Wednesday 6 January 2016

Governor Ajimobi reconciles with Olubadan; ...approves Ibadan Chiefs' elevation

Oyo State Governor, Abiola Ajimobi
The Ibadan Elders Forum on Tuesday mediated in the crisis between the Oyo State Governor, Abiola Ajimobi, and the Olubadan of Ibadanland, Oba Samuel Odulana, over the elevation of Senator Lekan Balogun, a former governor of the state, Rashidi Ladoja, and seven other Ibadan high chiefs.

The IEF held a meeting at the house of its Chairman, Ambassador Olusola Saanu, on Tuesday evening at the end of which the matter was settled.

At the end of the meeting, which was attended by Dr. Lekan Are, High Chief Adebayo Akande, and Ashipa Olubadan, Chief Eddy Oyewole, the governor said the matter had been resolved.

Ajimobi added that the elevated high chiefs could retain their present status while the papers would be perfected to reflect due process.
“We should thank God for the elders. Our elders are committed to peace in Ibadanland and our king has shown that he is a good monarch. He contributed to my success as governor.
“In this case, brothers are fighting and elders have intervened. There is no cause for further misunderstanding. We will perfect the papers because the issue has been resolved by men of impeccable character. Due process will now take place. Sometimes, we get married before perfecting a marriage ceremony,” the governor told newsmen after the meeting.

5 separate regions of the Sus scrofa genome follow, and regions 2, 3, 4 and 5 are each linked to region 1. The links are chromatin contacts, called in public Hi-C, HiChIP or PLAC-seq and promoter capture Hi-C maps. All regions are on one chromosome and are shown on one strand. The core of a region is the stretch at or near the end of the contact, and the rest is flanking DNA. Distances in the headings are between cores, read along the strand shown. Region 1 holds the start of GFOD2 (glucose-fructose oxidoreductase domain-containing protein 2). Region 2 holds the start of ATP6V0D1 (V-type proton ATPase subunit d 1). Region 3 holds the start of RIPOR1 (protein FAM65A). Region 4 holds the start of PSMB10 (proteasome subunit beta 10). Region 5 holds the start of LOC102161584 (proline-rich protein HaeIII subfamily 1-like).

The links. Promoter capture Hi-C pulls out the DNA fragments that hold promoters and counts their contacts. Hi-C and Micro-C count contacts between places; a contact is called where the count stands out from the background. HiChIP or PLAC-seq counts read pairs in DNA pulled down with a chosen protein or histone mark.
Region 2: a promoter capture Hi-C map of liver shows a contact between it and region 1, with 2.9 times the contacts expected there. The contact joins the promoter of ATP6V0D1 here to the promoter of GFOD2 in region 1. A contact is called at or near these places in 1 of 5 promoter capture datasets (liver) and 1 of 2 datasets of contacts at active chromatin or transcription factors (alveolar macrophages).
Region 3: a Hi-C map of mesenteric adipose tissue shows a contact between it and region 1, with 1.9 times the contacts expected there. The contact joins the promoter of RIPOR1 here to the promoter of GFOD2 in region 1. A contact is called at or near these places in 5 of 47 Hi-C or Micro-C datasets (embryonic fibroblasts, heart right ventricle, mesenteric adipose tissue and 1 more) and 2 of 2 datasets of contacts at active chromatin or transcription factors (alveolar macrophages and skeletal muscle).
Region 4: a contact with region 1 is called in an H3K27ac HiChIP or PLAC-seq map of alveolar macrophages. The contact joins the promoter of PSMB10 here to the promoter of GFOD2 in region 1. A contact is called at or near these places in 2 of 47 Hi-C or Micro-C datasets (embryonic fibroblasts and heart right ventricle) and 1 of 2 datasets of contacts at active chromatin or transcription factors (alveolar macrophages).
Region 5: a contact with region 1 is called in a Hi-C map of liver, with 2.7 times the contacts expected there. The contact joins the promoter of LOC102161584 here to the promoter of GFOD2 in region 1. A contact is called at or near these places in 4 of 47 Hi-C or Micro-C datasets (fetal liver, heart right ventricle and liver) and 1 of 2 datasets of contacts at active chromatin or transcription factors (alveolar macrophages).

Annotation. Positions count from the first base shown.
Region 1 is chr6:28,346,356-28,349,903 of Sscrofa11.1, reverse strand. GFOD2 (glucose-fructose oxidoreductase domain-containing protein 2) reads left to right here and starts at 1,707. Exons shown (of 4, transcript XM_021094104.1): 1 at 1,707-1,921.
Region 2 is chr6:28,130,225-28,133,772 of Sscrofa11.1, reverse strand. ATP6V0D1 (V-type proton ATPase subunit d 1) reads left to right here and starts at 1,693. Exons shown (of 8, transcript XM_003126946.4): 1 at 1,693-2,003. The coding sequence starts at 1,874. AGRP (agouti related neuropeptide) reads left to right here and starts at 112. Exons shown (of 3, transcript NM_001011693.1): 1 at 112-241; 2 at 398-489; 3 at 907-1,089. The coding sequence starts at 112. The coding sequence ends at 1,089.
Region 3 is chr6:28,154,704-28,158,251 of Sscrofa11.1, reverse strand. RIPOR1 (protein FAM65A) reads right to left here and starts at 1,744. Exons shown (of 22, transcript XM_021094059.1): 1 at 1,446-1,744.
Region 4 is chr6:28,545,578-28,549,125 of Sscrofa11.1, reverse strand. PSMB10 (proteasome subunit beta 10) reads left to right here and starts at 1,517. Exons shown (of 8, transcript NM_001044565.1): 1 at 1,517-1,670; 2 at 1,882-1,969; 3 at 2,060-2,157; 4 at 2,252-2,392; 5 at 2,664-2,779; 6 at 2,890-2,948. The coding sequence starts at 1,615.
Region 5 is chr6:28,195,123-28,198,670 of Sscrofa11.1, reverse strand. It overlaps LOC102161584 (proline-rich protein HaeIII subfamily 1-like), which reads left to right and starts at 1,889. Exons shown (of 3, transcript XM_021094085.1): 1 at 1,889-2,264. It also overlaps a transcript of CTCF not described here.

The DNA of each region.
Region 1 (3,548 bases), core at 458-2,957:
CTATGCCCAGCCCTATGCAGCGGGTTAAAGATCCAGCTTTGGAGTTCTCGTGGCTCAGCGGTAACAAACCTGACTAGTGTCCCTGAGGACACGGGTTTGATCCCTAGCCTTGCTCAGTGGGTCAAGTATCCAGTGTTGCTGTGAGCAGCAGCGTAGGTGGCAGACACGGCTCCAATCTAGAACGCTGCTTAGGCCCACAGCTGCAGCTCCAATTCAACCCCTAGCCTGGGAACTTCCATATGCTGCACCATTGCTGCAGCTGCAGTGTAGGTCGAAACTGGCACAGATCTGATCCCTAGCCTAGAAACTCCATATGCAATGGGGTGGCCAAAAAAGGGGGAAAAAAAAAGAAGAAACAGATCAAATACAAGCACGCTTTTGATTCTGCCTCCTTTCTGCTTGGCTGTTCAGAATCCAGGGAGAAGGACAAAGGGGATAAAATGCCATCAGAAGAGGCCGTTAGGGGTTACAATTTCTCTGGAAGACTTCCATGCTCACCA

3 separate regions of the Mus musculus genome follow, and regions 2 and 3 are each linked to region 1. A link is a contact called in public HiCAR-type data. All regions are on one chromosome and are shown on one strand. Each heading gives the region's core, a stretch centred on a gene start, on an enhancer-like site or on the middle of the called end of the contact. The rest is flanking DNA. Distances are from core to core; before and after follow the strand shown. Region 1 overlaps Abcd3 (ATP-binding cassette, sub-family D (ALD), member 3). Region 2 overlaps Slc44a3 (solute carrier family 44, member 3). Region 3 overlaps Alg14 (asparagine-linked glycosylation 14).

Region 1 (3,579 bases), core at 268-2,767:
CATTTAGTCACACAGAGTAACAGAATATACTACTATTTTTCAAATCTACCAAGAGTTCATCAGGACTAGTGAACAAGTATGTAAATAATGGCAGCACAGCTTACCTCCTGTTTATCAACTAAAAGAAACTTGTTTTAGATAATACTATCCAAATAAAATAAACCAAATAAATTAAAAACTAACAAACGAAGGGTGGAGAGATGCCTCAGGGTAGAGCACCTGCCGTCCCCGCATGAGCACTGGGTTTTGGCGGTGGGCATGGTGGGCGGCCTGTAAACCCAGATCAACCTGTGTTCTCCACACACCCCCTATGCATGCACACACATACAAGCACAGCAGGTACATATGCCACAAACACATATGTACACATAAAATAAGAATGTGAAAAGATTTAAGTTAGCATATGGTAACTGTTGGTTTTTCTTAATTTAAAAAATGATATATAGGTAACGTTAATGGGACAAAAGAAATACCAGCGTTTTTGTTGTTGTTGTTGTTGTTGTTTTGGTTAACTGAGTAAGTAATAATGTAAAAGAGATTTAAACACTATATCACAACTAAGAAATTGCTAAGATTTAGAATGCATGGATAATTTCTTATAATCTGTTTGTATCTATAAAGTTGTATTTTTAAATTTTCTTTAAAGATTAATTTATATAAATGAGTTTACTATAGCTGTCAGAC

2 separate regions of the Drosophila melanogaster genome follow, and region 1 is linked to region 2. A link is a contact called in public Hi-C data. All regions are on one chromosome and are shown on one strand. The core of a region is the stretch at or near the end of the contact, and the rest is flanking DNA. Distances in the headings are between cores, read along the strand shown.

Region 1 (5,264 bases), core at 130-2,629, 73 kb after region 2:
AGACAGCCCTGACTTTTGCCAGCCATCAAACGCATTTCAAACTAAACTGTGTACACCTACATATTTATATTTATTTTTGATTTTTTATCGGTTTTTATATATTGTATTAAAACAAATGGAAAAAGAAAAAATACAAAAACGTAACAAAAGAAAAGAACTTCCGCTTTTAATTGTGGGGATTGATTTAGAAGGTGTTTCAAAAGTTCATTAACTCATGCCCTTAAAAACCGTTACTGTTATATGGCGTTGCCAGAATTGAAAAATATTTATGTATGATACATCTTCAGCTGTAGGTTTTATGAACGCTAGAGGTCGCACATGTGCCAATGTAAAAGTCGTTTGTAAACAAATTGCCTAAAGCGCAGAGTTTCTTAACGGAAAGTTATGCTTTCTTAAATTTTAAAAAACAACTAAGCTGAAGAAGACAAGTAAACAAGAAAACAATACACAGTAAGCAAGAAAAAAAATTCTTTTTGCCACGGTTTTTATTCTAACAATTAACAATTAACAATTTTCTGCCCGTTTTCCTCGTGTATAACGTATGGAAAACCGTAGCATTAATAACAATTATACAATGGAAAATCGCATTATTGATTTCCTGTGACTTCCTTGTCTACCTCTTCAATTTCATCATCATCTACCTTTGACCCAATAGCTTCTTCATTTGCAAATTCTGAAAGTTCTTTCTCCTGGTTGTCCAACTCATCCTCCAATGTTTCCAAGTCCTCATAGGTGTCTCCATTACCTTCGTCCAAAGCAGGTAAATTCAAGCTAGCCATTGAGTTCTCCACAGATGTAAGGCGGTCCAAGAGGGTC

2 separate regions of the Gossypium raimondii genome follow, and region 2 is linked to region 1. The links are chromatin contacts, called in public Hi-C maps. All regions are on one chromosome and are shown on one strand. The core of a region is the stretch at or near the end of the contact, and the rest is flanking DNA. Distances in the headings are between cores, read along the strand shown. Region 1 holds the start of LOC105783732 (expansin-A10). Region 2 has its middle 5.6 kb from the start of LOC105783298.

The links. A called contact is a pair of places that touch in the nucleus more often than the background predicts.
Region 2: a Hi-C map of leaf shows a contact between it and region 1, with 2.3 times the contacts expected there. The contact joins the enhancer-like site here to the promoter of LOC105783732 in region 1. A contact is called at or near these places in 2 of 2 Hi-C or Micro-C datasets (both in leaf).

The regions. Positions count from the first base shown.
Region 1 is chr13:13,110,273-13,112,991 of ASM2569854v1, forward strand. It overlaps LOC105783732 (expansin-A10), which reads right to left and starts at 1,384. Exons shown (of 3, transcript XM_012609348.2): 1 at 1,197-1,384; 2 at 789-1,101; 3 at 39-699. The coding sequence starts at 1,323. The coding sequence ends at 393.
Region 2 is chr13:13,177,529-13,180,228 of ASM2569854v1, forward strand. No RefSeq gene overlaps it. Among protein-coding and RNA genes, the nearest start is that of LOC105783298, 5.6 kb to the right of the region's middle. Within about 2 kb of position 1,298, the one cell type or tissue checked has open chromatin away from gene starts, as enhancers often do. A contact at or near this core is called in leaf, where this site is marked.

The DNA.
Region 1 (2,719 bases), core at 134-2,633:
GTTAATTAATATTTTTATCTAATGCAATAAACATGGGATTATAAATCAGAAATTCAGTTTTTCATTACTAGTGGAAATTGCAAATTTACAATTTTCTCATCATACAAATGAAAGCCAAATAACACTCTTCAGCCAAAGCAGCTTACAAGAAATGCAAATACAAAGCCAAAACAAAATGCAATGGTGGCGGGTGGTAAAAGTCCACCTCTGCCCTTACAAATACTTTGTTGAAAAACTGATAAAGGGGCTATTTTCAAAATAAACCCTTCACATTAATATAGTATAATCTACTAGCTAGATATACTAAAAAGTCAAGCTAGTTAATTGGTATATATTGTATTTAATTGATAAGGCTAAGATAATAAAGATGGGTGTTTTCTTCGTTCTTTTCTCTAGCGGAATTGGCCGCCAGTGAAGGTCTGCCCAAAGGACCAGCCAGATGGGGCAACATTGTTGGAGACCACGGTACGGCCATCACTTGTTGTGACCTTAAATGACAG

Others at the meeting included the Olubadan’s son, Prof. Femi Lana, and the Otun Olubadan, Senator Lekan Balogun.

It will be recalled that the high chiefs had been elevated by the monarch but the state government described the action as illegal because it did not go through due process.

The state government said the action was carried out by the Olubadan despite its directive that the high chiefs should submit their medical certificates of fitness before the monarch could elevate them.

The matter reached a crisis point on Monday when the governor issued a 48-hour ultimatum to the organisers of the elevation ceremony to reverse it and maintain the former status of the affected high chiefs.

A source who preferred anonymity said contrary to the insinuation that politics was beneath the whole issue, the government was only concerned that its directive was set aside before the elevation.

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